It is important to note that London Underground and London Overground stations are all staffed and will continue to be and this forms part of the overall revenue protection activity

These questions were answered by the current Mayor Sadiq Khan.

20 July 2016 - 2016/2523 - New Routemaster

Main question

Caroline Pidgeon

Can you provide a breakdown of the fare evasion rate on New Routemaster buses, broken down by those operating in 'crew' and 'driver only' modes?


The Mayor

Londoners deserve a green, affordable and functional bus fleet, which is why I will not be making any more purchases of New Routemaster buses.

TfL completed two surveys of fare evasion rates on New Routemaster buses in November 2015 and February 2016. These showed that evasion rates average one per cent when a conductor is present and three per cent when no conductor is present. These results are broadly within the range of fare evasion results seen on the bus network as a whole, as there is a variation in evasion rates between specific routes.

The conductors on these routes have done a great job, but the New Routemaster routes that do not have conductors also operate effectively and I can no longer justify the £10m cost that could otherwise be invested in modernising the transport network. TfL is working with the bus companies to find conductors other opportunities within the transport industry so they can continue to play a part in keeping London moving

TfL estimates that the additional revenue loss based on fare evasion rates for routes without conductors would be less than £3.5m.

TfL's Revenue Protection Inspectors will continue to patrol the bus network to drive down fare evasion, decrease revenue loss, and help achieve maximum value for fare paying customers. These inspectors will continue to focus on those routes that show higher than average rates of fare evasion.

16 November 2016 - 2016/4317 - Fare evasion

Main question

Florence Eshalomi

What action will you be taking to crack down on the fare evasion across the transport network?


The Mayor

Sadiq Khan (Mayor of London): Thank you. When people do not pay their way, it is an insult to honest, fare paying Londoners. While fare evasion has decreased over the last decade, particularly when rail services have been transferred to TfL, it still costs over £50 million in lost revenue each year. This is money that could be invested in modernising transport and keeping fares affordable. TfL will focus its attention on tackling routes and locations where fare evasion is most prevalent.

At my request, TfL is also redoubling its efforts to drive down fare evasion across the whole of London and I am looking at new ways to tackle this problem. Since I have been Mayor, TfL has launched Operation Atlas. This is a monthly high visibility operation with officers from the Roads and Transport Police and Command to deter and detect fare evasion and other unsociable behaviour. Following a two-day operation in September, almost 12,000 more people paid for their journey. These operations will continue over the coming months.

They have also issued 40,000 penalty fares and prosecuted approximately 9,000 fare evaders and they have deployed 252 revenue protection inspectors to focus on new Routemasters. This is because the top ten worst bus routes for fare evasion are all new Routemaster services. In fact, some of the routes have double the level of fare dodging of other routes. This means, not only are these buses more expensive with the lack of air-conditioning and faulty windows, they are also the highest offenders for fare evasion on bus routes in the capital.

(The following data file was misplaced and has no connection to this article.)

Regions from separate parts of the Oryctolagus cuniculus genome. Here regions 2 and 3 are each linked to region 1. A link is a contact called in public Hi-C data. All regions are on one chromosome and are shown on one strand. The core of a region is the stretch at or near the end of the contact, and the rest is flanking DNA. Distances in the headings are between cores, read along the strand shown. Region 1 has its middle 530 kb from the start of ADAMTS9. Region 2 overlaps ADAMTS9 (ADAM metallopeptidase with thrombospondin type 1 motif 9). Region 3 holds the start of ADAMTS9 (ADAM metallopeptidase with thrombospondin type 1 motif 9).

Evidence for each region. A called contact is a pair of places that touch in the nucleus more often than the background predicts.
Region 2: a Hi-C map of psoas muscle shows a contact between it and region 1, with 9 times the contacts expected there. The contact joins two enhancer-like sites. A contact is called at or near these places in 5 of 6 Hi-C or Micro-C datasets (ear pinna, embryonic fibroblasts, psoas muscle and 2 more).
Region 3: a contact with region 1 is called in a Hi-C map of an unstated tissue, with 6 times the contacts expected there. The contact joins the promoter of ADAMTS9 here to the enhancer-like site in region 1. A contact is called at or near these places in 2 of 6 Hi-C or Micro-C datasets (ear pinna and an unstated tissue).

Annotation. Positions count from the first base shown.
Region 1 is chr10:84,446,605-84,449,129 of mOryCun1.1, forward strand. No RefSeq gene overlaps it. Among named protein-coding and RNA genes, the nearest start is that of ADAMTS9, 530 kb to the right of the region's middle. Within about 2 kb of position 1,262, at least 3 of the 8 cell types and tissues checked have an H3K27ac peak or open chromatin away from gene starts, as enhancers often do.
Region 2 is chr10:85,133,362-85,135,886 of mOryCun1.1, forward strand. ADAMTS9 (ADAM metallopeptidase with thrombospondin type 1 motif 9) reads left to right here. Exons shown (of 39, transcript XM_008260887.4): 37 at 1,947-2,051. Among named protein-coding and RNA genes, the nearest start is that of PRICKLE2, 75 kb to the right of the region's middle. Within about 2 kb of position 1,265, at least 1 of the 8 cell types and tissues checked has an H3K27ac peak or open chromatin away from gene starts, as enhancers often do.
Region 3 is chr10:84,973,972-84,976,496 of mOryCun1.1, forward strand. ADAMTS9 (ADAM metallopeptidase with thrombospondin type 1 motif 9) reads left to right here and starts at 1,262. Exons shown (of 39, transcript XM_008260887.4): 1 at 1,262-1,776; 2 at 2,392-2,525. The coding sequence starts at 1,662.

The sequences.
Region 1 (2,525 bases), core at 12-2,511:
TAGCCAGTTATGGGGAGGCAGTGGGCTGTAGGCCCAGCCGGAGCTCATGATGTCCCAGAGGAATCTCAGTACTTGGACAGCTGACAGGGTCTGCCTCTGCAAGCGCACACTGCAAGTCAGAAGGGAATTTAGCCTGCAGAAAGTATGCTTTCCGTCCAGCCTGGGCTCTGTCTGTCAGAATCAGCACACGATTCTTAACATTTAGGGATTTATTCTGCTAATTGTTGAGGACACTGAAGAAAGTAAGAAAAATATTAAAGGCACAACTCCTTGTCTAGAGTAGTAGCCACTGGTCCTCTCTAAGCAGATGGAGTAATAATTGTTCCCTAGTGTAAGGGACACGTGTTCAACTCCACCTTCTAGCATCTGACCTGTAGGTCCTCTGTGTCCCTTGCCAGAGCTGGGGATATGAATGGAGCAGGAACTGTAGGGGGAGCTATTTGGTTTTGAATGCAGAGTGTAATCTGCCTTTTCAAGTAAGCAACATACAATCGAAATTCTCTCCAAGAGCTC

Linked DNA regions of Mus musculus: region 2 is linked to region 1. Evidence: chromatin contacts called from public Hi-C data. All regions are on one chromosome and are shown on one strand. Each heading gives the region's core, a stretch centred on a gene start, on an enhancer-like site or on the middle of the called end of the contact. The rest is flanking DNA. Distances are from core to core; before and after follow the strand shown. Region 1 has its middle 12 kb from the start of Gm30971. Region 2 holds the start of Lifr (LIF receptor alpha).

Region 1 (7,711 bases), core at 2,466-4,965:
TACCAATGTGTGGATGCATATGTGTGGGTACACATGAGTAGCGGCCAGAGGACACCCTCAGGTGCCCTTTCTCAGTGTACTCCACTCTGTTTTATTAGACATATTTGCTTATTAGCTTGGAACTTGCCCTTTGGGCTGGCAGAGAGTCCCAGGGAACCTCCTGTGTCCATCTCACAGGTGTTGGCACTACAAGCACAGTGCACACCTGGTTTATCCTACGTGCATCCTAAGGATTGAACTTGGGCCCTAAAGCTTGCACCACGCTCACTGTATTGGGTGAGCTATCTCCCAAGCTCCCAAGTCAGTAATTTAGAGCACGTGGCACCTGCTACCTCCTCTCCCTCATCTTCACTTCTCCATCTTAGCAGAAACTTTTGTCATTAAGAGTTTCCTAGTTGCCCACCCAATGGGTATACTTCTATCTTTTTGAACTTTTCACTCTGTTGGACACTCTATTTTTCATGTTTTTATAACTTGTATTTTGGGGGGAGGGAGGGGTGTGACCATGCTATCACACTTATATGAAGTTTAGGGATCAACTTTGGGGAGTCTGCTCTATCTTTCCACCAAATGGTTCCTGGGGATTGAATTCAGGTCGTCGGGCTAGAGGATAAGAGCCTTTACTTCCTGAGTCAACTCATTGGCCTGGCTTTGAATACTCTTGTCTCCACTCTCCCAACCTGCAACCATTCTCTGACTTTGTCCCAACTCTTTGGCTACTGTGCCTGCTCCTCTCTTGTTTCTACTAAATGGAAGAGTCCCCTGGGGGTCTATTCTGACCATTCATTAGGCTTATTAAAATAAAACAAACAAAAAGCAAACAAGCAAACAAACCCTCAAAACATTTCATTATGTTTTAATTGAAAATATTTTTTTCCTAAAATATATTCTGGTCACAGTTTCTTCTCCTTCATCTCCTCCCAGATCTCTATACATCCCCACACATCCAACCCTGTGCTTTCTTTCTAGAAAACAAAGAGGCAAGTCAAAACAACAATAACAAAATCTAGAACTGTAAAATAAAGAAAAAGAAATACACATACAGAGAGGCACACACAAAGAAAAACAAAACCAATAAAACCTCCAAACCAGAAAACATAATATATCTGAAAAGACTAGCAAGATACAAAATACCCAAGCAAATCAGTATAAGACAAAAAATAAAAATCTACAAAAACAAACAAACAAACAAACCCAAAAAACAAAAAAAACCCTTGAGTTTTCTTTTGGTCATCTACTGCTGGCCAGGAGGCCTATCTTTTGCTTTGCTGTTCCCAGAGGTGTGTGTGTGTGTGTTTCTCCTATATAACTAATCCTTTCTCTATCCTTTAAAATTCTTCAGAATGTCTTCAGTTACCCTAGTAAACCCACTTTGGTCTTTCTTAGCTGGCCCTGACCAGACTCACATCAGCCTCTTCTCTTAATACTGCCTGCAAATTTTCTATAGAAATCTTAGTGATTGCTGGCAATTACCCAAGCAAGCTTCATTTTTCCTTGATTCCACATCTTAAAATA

TfL has begun exploring how technology can be used to identify persistent fare evaders and it has started the move towards a fairer, more transparent and consistent and more efficient approach to enforcement against fare evaders. The message is clear. I am clamping down on fare evasion, especially on the new Routemaster, while also making TfL fares more affordable for everyone.

I’ve found a question from a Greater London Assembly member who asked a detailed question to the Mayor about the bendy buses which includes detailed costs of operation - you can read the answer here.

Also, you can submit a question to the London Mayor here.

I’ve also found reports from the Metropolitian Police news website of multiple cases of assault on TfL’s Revenue Protection Inspectors. According to the search results, four routes were on New Routemaster buses and one on a standard (two-door) bus, you can view the news reports here.

In a local newspaper called “Camden New Journal,” someone submitted a letter raising concerns about the fare evasion on New Routemaster buses. You can view the article here.

Routes 9, 10, 11, 24, 38 and 390 used to have conductors which enabled the rear platform to be in use. They were withdrawn on 3rd September 2016 in order to save £10 million.

According to ‘Customer Assistants’ (page 145) of the Big Red Book 2014
, the guide says: “You can help passengers validate their Oyster and contactless payment cards if they need to, although you should not validate them yourself.”
And on the ‘Key points to remember’ section (page 160,) it says Customer assistants should not validate Oyster or contactless payment cards, although you can direct people to card readers (available at all three doors) and advise passengers using ‘Saver tickets’ to see the driver”

Another issue worth mentioning is ‘all three doors opening at once.’ On section 8.5 of the NBfL Build Specification, from the New Bus for London Supply and maintenance contract document
, it states:
8.5 Driver’s Door controls

The doors shall be operated by push buttons housed on the driver’s side console. There shall be a single button which shall open all available doors, and an individual button to close each door.

And I’ve found a photo of the door control buttons inside the drivers cab which you can view here.

Back in 2015, one user from the ‘What Do They Know’ website submitted a Freedom of Information (FOI) request to TfL regarding fare evasion on New Routemaster buses - you can read the answer from TfL here